A launcher can be created by right-clicking the desktop and clicking “Create launcher”. The file can then be moved to the above directory. Or just make a new empty file and put this in it:

[Desktop Entry]
Name=Screensaver
Type=Application
Exec=xscreensaver -nosplash

The most important part is Exec=, which is the command that’s actually run by either clicking on the launcher or having it be in that autostart folder.

Manage wallpaper across multiple monitors:

Install nitrogen, then set to autorun with $nitrogen --restore.

To add/create a user:                #adduser jhaupt

To give a user sudo privilidges:        #usermod -aG sudo jhaupt

The -aG option adds the given user to the given group.

Add user to sudoers file without requiring a password:

In the file /etc/sudoers, add this line:

jhaupt ALL=(ALL) NOPASSWD:ALL

To remove a user:        #userdel jhaupt                

Include -r option to delete user’s home directory and mail spool as well.

Add user to dialout group (mainly needed for USB access directly from programs): 

#adduser jhaupt dialout

To change one’s own password: $passwd

To change another user’s password: #passwd [user]

Packages in the Debian Stable apt repository are not updated except for security updates. On the other hand, Debian Testing always keeps the most up-to-date versions of packages in the repository. To install the most recent version of a program on Stable, install from the “backports” repository, which will install whatever versions that “Testing” is currently using:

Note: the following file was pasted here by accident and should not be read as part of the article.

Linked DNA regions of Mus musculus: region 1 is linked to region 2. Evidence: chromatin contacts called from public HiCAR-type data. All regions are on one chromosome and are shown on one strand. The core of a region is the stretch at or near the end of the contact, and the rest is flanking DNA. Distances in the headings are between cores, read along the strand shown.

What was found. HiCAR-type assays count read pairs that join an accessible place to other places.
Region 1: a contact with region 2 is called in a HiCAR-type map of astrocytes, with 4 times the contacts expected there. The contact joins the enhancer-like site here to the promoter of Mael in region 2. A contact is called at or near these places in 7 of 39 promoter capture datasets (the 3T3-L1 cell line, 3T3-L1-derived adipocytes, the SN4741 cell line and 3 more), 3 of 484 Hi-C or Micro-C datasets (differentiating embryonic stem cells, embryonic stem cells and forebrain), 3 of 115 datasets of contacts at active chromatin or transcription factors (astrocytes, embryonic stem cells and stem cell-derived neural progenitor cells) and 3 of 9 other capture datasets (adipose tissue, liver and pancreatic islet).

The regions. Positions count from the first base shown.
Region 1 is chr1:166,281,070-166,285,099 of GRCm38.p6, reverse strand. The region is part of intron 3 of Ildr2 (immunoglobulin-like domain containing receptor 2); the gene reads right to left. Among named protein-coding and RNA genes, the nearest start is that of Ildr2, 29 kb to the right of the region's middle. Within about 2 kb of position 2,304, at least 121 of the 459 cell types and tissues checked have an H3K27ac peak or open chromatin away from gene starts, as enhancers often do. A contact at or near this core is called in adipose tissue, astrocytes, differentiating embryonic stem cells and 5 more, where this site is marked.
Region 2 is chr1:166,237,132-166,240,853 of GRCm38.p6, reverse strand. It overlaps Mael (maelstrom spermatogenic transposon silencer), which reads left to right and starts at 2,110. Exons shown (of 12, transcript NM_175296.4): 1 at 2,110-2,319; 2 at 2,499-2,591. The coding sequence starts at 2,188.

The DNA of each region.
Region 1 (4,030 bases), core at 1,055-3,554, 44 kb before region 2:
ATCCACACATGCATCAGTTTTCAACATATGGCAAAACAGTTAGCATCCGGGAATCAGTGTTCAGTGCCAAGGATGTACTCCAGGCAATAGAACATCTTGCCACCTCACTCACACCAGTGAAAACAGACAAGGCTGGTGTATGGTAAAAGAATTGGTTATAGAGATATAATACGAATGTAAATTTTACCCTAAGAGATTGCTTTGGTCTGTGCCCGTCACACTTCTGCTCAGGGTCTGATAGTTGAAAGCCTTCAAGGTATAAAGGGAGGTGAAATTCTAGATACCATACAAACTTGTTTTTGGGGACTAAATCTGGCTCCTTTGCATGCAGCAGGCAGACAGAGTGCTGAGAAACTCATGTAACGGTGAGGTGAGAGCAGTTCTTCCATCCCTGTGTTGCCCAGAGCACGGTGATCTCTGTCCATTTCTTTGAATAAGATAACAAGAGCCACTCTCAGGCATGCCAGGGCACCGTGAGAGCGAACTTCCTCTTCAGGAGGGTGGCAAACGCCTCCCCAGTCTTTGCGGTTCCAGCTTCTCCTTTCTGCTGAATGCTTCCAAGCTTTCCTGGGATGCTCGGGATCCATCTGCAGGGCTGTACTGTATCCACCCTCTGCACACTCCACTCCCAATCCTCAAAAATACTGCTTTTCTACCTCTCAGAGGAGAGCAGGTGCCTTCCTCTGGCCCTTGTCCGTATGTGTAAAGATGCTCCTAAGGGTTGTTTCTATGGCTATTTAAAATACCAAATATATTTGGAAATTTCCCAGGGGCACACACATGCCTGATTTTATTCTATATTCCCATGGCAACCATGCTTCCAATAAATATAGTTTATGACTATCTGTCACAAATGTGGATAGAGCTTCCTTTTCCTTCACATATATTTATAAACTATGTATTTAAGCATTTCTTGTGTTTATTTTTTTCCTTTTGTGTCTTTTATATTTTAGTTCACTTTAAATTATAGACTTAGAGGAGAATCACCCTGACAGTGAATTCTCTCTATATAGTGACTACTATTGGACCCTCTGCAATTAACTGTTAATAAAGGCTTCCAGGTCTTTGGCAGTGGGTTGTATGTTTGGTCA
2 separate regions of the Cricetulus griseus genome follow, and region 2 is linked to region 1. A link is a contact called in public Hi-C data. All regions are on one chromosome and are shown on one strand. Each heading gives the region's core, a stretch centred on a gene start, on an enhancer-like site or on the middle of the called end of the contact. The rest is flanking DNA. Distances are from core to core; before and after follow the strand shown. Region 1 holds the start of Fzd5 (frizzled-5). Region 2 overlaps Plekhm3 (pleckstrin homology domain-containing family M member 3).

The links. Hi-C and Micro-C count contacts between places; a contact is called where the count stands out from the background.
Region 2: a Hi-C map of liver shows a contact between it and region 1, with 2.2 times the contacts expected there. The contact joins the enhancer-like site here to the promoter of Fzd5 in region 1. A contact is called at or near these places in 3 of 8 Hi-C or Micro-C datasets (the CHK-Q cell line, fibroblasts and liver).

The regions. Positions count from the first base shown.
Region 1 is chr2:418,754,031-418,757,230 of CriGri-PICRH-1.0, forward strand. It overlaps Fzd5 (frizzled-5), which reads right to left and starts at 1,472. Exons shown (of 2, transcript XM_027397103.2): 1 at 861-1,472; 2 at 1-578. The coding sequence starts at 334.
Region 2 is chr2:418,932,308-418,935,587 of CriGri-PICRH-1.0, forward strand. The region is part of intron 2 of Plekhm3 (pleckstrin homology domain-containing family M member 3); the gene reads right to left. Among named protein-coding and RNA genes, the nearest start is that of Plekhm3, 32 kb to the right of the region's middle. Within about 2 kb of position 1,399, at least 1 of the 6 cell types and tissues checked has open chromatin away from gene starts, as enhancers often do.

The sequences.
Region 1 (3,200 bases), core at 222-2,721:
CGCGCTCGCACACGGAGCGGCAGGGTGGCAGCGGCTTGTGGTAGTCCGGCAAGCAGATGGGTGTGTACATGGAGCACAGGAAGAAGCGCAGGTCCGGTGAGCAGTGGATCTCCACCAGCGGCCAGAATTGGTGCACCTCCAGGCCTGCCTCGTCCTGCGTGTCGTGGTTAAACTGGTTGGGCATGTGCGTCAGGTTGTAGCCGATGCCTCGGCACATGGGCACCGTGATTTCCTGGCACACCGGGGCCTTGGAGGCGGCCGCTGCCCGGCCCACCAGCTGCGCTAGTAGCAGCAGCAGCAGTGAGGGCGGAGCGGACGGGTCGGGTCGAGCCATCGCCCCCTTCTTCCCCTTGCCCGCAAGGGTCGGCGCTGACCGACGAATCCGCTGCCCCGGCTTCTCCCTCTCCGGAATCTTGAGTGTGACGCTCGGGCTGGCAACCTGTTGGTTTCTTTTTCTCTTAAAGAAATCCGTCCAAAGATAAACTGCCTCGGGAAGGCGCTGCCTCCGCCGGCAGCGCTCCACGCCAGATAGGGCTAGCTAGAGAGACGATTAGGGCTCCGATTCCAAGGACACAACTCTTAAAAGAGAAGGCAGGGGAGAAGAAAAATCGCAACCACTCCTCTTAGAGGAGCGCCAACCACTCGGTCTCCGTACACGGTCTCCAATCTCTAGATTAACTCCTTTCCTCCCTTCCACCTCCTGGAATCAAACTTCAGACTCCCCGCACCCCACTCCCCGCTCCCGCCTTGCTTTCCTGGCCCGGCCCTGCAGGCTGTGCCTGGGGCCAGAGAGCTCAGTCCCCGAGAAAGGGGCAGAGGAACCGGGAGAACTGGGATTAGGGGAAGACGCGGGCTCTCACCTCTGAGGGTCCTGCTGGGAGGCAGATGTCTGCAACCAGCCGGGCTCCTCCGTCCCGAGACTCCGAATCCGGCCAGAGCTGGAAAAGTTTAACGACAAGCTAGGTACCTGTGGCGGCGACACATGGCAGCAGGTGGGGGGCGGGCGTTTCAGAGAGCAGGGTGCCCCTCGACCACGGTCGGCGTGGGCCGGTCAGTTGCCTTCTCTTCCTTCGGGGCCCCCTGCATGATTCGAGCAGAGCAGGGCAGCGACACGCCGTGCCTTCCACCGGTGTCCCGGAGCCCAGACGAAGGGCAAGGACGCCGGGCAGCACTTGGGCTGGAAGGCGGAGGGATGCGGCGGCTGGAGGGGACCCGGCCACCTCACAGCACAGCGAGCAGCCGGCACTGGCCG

In the file /etc/apt/sources.list, add this line (here “Stretch” is the current stable release):

deb http://ftp.debian.org/debian stretch-backports main contrib non-free

Run #apt-get update

Backports are turned off by default. To install a program from backports, use this command:

#apt-get -t stretch-backports install somepackage

To list the device name of all connected devices (as in /dev/sda1, etc):

$df -hT

To write an ISO image from a bootable USB stick:

Check the device assignment using df as above, then do:

#dd if=/dev/[device] of=/PathToNewISO/NewISO.iso

        Or use Balena Etcher.

Machine to machine communication and file transfer on a local network using netcat: